A lesbian couple on Monday had a case heard to determine if Indiana’s law preventing them from both being named on their child’s birth certificate is discriminatory.
Jackie and Lisa Phillips-Stackman’s case was heard by a three-judge panel for the Seventh Circuit Court of Appeals. The couple’s daughter Lola was born from Jackie’s embryo, fertilized by a sperm donor and carried by Lisa.
Indiana is appealing an earlier ruling which ordered the state to recognize both parents on the birth certificates of children conceived using a sperm donor. The Phillips-Stackman’s case argued that parental recognition should be a benefit conferred by the U.S. Supreme Court’s marriage equality ruling in 2015, reports IndyStar.
Not recognizing the non-birth mother, the lawsuit said, could make it more difficult for families to be covered by insurance policies or for the parent to enroll her child in school.
In that case, U.S. District Judge Tanya Walton Pratt said that “there is no conceivable important governmental interest that would justify the different treatment of female spouses of artificially-inseminated birth mothers from the male spouses of artificially-inseminated birth mothers.”
However, on Monday Judge Diane S. Sykes argued that the couple’s lawyer was making an argument that wouldn’t hold up under scrutiny. “You can’t overcome biology,” she said. “If the state defines parenthood by virtue of biology, no argument under the Equal Protection Clause or the substantive due process clause can overcome that.”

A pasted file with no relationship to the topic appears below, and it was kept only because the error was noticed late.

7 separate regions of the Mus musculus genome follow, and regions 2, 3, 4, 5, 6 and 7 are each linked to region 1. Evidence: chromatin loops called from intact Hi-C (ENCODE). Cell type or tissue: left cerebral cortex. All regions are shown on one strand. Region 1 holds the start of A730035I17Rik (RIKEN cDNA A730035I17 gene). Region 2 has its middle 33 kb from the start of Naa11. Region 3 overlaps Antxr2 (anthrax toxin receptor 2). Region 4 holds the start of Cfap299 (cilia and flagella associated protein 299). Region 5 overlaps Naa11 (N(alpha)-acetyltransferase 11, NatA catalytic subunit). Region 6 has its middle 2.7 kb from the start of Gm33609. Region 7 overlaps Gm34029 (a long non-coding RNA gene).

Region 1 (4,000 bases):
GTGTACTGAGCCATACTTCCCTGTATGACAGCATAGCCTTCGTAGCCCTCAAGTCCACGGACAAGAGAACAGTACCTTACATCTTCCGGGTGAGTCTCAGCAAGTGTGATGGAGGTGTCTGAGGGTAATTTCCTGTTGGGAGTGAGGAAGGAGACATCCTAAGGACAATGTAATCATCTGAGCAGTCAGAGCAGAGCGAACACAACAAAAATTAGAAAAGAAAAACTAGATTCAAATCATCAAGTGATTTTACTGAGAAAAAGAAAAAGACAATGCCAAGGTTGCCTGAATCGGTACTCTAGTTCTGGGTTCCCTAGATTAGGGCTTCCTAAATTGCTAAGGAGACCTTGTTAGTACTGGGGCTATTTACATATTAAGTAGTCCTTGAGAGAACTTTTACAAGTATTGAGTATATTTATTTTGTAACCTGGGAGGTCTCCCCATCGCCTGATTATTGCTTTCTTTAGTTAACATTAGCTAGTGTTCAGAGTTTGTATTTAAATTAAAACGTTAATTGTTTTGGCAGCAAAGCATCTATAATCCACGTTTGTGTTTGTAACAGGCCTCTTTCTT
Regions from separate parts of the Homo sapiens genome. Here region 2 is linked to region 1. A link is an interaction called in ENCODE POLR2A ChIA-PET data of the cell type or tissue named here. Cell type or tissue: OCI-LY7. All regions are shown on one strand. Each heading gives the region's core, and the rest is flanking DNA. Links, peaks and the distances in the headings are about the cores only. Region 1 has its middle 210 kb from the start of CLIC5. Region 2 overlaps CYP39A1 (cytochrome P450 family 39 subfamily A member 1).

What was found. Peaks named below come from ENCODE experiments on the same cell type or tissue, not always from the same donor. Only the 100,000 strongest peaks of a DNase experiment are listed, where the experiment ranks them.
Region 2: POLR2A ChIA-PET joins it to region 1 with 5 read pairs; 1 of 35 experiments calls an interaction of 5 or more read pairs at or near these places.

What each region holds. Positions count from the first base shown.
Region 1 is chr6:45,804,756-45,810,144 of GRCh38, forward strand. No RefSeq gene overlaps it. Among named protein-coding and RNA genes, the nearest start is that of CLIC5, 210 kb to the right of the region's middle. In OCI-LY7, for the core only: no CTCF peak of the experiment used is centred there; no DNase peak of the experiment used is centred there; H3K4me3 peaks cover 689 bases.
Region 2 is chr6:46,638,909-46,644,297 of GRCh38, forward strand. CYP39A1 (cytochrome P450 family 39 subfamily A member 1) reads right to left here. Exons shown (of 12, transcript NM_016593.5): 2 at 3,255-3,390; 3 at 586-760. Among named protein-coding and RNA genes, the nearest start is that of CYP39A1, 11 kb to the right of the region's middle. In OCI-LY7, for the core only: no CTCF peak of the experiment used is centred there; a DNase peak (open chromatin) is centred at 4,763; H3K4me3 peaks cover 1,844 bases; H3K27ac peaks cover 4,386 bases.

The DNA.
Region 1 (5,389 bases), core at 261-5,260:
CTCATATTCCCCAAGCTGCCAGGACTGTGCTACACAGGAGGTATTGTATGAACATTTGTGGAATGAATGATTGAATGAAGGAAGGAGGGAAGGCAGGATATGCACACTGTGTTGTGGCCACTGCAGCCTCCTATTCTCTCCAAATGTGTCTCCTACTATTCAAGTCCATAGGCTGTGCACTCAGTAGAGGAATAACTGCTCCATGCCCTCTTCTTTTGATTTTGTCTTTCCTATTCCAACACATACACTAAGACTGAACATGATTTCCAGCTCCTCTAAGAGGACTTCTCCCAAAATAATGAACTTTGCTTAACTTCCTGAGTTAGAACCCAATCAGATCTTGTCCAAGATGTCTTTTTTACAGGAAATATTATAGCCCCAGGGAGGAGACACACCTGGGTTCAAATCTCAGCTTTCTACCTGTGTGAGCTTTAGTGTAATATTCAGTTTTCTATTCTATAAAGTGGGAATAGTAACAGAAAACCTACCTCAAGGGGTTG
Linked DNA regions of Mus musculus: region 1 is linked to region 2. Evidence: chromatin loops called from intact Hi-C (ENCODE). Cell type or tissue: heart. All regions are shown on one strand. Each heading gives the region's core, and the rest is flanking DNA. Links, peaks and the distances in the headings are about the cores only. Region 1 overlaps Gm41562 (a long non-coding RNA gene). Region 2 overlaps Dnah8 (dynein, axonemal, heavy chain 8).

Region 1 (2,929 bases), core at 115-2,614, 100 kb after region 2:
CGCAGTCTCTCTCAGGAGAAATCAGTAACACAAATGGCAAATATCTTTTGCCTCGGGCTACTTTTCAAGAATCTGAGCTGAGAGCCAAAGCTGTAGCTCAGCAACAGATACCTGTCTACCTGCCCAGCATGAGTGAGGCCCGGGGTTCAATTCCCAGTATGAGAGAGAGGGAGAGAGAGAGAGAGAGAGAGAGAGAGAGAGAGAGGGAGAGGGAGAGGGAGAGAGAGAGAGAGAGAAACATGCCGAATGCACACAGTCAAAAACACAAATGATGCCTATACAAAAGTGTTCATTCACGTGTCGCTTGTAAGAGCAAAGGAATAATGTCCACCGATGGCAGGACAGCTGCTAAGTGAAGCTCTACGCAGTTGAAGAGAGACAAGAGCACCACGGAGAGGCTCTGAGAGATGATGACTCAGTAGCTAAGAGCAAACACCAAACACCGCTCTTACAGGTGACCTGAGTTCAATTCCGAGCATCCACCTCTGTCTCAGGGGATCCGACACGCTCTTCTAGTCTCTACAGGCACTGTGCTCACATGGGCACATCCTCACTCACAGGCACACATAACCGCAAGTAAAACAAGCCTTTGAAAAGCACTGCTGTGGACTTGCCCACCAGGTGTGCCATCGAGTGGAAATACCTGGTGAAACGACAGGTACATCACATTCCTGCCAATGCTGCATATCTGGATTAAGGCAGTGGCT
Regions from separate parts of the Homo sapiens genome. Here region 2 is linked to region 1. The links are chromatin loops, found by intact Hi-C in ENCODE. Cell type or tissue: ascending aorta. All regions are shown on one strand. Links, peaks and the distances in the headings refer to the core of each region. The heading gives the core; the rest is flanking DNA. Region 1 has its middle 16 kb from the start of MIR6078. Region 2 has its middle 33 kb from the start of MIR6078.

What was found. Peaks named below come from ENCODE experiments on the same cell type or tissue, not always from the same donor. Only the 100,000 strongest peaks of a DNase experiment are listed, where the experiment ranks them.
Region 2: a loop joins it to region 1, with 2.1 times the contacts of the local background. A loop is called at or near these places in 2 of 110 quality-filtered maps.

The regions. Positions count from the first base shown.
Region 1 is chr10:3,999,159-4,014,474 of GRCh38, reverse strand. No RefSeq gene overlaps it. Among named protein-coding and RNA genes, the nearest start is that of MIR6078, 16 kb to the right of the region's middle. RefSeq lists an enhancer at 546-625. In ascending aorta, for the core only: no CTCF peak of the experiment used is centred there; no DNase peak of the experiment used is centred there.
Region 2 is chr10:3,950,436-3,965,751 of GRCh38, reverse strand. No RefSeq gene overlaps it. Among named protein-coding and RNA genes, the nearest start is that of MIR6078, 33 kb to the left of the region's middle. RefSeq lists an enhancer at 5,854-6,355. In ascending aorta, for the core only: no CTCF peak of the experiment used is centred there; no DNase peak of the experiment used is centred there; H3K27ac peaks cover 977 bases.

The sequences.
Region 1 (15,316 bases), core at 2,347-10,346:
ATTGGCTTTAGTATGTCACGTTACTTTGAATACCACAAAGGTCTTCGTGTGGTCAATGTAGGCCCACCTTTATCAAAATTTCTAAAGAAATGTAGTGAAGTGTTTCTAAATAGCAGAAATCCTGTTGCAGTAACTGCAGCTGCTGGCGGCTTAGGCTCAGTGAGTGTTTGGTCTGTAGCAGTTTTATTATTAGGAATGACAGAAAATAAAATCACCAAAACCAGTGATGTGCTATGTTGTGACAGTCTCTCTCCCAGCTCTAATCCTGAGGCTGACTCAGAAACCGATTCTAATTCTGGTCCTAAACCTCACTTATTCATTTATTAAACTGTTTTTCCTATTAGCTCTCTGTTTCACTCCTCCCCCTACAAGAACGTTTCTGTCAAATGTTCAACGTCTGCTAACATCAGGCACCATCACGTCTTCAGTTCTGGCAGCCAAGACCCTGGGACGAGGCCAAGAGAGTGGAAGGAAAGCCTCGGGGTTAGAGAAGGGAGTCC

Judge Diane S. Sykes drew distinctions between biological parentage and parental rights, and which of the two should be represented on birth certificates. “You can’t overcome biology,” Sykes said. “If the state defines parenthood by virtue of biology, no argument under the Equal Protection Clause or the substantive due process clause can overcome that.”
“Your Honor, with all due respect, we maintain that parenthood is no longer defined by biology,” said Karen Celestino-Horseman, the attorney for eight same-sex couples who brought the lawsuit against the state for only allowing only a mother and a father to be named on birth certificates. “That’s a policy argument to take to the legislature,” Sykes responded.
Last year Diana Sykes was on an early Trump shortlist for the Supreme Court.
You can listen to the oral arguments here and watch an interview with the couple below.